Frozen tracks across Vanderwhacker PondOn April 3rd, the Department of Environmental Conservation (DEC) held a public scoping session in Newcomb, seeking suggestions for managing some 96,000 acres of recently-classified Forest Preserve lands, including the Boreas Ponds Tract. Hours before attending the meeting, I went on a bushwhack.

Armed with a map and a compass, I set out from Blue Ridge Road with an adventurous spirit into a dense coniferous forest. Meandering along the icy outlet of Vanderwhacker Pond, the sounds from the road began to fade as I followed a bearing of 31 degrees. The babbling stream flowed clearly between unstable ice bridges, beckoning me further along its sinuous path. A clearing in the trees signaled the presence of the frozen pond itself. I stepped onto the ice, surprised by the water body’s size, and was suddenly enraptured by wildness. » Continue Reading.


Monday, April 16, 2018

Meeting On Perkin’s Clearing-Speculator Tree Farm Easement Plans

perkins clearing speculator tree farmThe New York State Department of Environmental Conservation (DEC) is seeking public input regarding public recreation on the 39,579-acre Perkin’s Clearing – Speculator Tree Farm Conservation Easement Tract in the towns of Arietta, Lake Pleasant, and Wells in Hamilton County.

The area shares boundaries with the Siamese Ponds Wilderness, Jessup River Wild Forest, and West Canada Lake Wilderness.

Written comments will be accepted until May 11, 2018. » Continue Reading.


Friday, April 13, 2018

Celebrate Earth Day, Earth Week In The Adirondacks

McKenzie Trailhead Earth Day Cleanup - AdirondackFamilyTime.comApril 22nd is Earth Day. Time for some reminders that we all need to do our part to protect and preserve our environment. Throughout New York State there are events and activities scheduled to reconnect us with the earth, and to remember we all rely on the same planet.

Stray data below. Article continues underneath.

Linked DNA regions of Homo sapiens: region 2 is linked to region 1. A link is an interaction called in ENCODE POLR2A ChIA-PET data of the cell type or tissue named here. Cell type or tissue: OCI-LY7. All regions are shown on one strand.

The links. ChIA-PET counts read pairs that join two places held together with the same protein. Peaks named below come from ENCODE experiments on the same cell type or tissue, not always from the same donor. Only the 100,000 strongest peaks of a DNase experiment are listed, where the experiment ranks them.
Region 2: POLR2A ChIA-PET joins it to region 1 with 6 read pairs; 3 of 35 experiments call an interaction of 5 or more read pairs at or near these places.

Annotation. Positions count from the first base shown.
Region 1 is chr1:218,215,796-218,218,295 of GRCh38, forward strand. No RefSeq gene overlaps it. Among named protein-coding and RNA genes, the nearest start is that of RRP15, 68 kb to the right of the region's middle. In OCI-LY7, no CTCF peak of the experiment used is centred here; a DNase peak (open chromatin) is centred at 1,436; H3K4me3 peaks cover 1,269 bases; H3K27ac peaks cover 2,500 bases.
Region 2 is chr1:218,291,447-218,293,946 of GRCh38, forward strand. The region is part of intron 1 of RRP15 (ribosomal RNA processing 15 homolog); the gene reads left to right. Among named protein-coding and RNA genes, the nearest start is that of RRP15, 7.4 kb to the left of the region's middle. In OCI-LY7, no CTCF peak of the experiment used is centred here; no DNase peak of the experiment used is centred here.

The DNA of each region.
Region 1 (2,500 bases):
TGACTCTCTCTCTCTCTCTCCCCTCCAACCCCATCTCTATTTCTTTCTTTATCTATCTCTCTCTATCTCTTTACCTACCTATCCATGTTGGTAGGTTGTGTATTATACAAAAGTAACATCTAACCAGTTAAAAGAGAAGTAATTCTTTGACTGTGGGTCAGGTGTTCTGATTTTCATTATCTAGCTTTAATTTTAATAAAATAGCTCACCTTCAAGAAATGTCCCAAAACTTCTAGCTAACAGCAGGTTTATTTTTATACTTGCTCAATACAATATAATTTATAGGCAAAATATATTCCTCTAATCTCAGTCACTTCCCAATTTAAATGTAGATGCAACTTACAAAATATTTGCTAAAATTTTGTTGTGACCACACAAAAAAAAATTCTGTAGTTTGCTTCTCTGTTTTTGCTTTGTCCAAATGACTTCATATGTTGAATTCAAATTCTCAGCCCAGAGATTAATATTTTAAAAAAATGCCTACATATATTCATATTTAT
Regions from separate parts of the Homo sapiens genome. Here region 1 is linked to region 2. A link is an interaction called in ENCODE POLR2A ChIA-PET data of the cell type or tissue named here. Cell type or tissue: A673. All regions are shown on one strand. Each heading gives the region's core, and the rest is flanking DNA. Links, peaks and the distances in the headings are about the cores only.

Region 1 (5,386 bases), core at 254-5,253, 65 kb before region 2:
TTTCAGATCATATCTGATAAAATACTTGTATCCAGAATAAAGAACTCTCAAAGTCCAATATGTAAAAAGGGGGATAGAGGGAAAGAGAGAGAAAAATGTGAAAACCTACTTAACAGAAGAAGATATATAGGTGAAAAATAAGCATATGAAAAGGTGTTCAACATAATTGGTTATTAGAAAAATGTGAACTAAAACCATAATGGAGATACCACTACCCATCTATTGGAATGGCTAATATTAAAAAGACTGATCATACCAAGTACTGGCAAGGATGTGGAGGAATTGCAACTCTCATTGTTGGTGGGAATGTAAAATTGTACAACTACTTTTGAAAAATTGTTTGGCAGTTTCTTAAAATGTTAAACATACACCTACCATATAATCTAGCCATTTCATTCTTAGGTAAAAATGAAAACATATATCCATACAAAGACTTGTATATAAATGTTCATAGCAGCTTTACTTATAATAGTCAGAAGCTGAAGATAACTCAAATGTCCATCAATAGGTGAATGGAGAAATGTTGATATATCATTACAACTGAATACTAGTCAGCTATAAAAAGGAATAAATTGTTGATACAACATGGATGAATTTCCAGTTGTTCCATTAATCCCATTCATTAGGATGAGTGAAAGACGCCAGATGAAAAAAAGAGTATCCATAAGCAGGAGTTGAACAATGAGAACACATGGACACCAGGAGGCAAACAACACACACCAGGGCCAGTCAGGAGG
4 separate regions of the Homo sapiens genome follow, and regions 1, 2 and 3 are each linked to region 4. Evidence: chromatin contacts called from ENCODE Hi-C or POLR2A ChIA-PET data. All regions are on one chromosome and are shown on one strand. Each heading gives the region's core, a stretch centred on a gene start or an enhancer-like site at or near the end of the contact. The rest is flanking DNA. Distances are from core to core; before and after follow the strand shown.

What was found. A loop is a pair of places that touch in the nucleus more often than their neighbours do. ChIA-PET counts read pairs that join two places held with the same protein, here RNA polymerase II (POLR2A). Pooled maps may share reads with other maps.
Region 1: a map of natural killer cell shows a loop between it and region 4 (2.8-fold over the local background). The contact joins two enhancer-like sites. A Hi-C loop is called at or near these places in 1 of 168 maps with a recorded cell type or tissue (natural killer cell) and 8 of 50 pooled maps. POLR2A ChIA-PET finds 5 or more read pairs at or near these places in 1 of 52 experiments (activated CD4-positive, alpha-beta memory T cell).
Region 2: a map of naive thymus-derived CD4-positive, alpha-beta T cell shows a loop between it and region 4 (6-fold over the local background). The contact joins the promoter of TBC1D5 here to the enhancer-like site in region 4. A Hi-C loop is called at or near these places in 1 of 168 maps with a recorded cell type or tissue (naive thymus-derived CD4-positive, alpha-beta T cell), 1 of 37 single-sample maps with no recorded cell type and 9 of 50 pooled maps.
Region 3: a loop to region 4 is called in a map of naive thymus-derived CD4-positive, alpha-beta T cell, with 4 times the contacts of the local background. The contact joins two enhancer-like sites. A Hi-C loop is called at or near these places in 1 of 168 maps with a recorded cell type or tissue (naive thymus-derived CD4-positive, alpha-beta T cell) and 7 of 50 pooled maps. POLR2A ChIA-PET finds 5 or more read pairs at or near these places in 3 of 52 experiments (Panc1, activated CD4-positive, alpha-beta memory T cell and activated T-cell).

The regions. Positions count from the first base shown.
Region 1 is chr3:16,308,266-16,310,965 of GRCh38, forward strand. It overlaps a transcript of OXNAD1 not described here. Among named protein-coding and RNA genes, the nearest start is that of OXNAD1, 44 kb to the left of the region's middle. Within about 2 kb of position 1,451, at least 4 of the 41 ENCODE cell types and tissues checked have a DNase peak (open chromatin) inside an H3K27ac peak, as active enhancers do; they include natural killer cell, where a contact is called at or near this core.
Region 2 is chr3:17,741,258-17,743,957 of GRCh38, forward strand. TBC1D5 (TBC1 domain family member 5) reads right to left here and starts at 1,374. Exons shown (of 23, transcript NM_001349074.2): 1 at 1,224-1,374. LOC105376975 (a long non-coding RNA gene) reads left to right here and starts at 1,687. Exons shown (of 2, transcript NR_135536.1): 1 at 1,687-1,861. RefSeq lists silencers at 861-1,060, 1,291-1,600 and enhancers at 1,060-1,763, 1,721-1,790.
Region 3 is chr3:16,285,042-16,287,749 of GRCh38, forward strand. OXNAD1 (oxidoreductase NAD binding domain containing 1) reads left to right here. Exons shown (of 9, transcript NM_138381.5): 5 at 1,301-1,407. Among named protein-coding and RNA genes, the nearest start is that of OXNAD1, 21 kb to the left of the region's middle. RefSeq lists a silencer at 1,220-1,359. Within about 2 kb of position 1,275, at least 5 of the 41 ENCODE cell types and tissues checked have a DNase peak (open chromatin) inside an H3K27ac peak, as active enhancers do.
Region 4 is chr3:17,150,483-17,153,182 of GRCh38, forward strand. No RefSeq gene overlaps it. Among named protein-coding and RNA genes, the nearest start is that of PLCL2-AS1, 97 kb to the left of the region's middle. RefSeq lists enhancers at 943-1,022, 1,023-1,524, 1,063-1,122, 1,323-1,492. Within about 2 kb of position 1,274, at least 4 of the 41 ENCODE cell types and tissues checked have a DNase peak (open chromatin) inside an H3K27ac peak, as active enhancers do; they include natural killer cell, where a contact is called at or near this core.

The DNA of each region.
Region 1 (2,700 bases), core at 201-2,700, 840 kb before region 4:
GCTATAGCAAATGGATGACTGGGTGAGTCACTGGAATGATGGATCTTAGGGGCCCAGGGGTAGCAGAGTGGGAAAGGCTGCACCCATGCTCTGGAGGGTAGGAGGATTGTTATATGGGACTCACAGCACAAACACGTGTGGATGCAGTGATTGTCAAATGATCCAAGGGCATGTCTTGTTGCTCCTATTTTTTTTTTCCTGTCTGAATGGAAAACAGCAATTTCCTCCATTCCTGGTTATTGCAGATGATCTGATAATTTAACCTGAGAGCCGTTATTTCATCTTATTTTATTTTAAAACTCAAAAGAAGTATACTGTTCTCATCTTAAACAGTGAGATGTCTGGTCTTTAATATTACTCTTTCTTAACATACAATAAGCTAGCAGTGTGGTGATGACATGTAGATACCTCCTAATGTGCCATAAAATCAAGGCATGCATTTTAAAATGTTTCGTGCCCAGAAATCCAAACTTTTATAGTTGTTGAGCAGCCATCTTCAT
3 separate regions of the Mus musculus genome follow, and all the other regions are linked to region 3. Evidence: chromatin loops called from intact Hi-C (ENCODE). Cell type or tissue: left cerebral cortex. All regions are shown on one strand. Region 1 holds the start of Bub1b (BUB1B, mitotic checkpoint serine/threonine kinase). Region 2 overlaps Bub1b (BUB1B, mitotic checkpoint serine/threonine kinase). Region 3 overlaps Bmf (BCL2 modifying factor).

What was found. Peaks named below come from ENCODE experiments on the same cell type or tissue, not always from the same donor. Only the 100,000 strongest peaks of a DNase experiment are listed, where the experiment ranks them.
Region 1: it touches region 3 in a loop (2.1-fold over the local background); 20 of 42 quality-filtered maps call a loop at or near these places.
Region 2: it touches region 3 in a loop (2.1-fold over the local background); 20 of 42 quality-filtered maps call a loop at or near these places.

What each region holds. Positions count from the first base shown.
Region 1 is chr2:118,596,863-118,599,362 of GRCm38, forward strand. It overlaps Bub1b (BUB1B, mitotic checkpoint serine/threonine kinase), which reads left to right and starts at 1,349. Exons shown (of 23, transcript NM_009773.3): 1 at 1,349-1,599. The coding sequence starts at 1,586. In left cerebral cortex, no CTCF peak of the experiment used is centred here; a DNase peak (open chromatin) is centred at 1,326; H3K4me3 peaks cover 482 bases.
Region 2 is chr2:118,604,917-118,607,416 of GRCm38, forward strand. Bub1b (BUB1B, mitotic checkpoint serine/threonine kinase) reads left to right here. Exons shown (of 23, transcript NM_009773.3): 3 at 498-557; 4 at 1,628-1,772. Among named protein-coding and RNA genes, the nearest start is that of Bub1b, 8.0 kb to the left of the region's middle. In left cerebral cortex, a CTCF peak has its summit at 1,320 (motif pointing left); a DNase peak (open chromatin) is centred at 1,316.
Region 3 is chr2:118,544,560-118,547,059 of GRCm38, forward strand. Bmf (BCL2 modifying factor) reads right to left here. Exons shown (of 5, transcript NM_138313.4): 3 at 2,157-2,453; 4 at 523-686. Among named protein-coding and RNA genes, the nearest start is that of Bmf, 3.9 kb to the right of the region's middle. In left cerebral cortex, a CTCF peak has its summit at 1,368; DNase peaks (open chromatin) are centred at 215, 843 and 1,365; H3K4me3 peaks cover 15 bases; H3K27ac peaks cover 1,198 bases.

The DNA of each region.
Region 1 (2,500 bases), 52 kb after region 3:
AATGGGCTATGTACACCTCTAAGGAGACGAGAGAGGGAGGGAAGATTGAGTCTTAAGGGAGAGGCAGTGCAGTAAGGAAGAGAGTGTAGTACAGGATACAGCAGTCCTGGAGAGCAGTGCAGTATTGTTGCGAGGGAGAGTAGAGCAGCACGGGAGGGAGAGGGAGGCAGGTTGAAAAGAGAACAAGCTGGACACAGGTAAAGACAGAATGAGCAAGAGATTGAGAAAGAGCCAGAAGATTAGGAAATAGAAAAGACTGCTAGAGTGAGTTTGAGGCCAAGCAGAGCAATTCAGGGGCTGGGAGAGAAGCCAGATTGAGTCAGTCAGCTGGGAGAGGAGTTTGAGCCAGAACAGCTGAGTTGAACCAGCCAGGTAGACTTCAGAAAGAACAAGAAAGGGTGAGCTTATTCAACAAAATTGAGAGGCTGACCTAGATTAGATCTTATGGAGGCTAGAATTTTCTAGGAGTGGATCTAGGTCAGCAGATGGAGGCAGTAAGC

Since 1970 this special day as been earmarked to “diversify, educate, and activate the environmental movement worldwide.” According to the Earth Day Network, they work with over 50,000 partners in more than 190 countries to provide a platform for the environmental movement.

Celebrating Earth Day doesn’t have to be complicated. It can simply be a way of looking at how we can reduce our own garbage and plastic waste. This year’s Earth Day Theme is “End Plastic Pollution.” » Continue Reading.


Thursday, April 12, 2018

Buildings on the Forest Preserve: Public Lodging Facilities

Buildings on the Forest Preserve are limited by state laws, regulations and policies to administrative and historic preservation purposes. The biggest looming threat to the Forest Preserve is the proposal to expand allowable buildings to include public lodging structures through some kind of formal hut-to-hut system.

The final report issued by Adirondack Community-based Trails and Lodging recommends four instances where Forest Preserve lands were included for “hut” locations as necessary stops for one of their proposed 59 hut-to-hut trips. » Continue Reading.


Tuesday, April 10, 2018

Revised APA Rules For Large Subdivision, Shoreline Projects

APA Building in Ray Brook NYThe Adirondack Park Agency (APA), which was established to protect the Adirondack Park from inappropriate development, has revised its application processes for large scale projects and variances.

The Large-scale Subdivision Application applies to all subdivisions involving five or more proposed lots, parcels or sites on Resource Management lands, ten or more proposed lots, parcels or sites on Rural Use lands, or twenty-five or more proposed lots, parcels or sites on Low Intensity Use lands. » Continue Reading.